More detailed comparisons revealed some interesting results regarding the tissue and developmental patterns of DNA methylation/demethylation and their genotypic differences (Table 4, Fig. 2). First, at the tillering stage, drought resulted in significantly more cytosine demethylation than cytosine methylation in both leaf and root tissues with an average of 330 demethylated (class a+b+c) bands compared with 95 methylated (class d+e+f) bands, plus 100 class g bands that were unchanged under drought but changed after recovery. In the leaf tissue, the overall levels of drought-induced DNA methylation and demethylation were much higher at the tillering stage (162 and 37) than at the booting (12 and 8) and heading (37 and 24) stages.

Table 4.
Summary of DNA methylation pattern changes of DK151 and IR64 under three water conditions
Fig. 2.
Comparisons of rice genotypic, tissue, and developmental specificities in drought-induced DNA demethylation (a+b+c)/methylation (d+e+f) patterns under three water conditions: (A) between rice genotypes in different tissues at the tillering stage; (B) ...

Second, under non-stress conditions, the differences in the detected DNA methylation bands were small between different genotypes (22.9%), between leaves and roots (15.9%), and between the booting and heading stages (4.5%) (Table 4, class h). However, drought-induced DNA methylation showed much greater genotypic, tissue, and developmental differences. Under drought at the tillering stage, the commonly demethylated bands shared by DK151 and IR64 accounted for only 25.3% of the total detected demethylated bands in leaves and 32.1% in roots. This number was 21.6% in leaves and 20.7% in roots (Fig. 2A, ,B).B). Similarly, DK151 and IR64 had 50% and 8.1% commonly demethylated bands, and shared only 37.5% and 4.2% commonly methylated bands at the booting and heading stages, respectively, under drought conditions (Fig. 2C). In other words, drought-induced methylation and demethylation sites were largely different in the genome of DK151 from that of IR64. The maximum genotypic difference between DK151 and IR64 was found in drought-stressed roots at the tillering stage, where DK151 had 80% more methylation sites than IR64 (Fig. 2B) and in leaves at the heading stage when DK151 had 3.44 times more demethylation sites and 5.25 times more methylation sites than IR64, respectively Fig. 2C.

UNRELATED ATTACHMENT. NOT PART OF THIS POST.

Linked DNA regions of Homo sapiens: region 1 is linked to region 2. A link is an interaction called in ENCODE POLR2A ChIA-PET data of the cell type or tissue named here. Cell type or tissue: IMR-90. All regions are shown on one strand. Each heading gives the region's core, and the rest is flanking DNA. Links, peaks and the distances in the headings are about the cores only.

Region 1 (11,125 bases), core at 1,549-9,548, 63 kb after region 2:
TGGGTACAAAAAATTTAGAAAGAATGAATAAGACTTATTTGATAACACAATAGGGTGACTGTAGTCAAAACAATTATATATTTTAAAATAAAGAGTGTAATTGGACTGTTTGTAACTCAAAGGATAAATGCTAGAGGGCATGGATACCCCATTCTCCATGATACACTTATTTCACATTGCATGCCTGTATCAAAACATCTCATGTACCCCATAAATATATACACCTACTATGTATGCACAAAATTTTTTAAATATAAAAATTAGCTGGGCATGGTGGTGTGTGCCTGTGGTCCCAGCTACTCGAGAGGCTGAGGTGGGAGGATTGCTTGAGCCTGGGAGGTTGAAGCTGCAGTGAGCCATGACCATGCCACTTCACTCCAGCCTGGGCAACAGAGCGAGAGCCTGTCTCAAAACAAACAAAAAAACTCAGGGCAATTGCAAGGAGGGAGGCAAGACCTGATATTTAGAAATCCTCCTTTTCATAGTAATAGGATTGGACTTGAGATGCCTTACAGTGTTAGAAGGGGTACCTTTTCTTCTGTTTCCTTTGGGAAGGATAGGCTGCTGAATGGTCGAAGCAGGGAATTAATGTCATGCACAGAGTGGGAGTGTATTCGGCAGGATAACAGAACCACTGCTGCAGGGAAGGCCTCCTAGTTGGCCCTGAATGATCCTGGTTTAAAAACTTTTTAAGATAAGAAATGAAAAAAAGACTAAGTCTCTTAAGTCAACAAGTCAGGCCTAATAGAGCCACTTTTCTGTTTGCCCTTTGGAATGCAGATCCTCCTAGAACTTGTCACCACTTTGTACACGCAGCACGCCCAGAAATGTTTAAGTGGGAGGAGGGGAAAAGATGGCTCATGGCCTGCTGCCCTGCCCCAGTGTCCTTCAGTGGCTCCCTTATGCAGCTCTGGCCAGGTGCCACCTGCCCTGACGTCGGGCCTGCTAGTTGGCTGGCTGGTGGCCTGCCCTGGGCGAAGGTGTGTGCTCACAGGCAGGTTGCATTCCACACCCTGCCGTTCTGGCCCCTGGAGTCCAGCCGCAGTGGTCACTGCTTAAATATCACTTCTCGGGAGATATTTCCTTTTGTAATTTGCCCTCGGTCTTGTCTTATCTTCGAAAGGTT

Third, drought-induced DNA demethylation bands consisted of approximately two-thirds of class a (demethylated by drought, but reversed after recovery) and one-third of class b (demethylated by drought, and remaining hypomethylated after recovery) with few class c bands detected (demethylated by drought, but remethylated in different patterns after recovery) (Table 4). DK151 had a slightly greater portion (79.6%) of class a bands than IR64 (74.8%). On the other hand, drought-induced DNA methylation consisted of approximately equal portions of class d (methylated by drought, but demethylated by recovery) and class e (methylated by drought, and remaining methylated after recovery) with few bands of class f (methylated by drought, but demethylated in different patterns after recovery) detected.

BLAST results of the differentially methylated DNA sequences

A random set of 26 drought-induced polymorphic DNA methylation bands detected above were cloned and sequenced. The sequences of the cloned bands have an average size of 200 bp, ranging from 90 to 297 bp (Table 5) and were found to be distributed widely on the rice genome except for chromosomes 2, 8, and 9, indicating a genome-wide alteration in DNA methylation/demethylation induced by drought.

Table 5.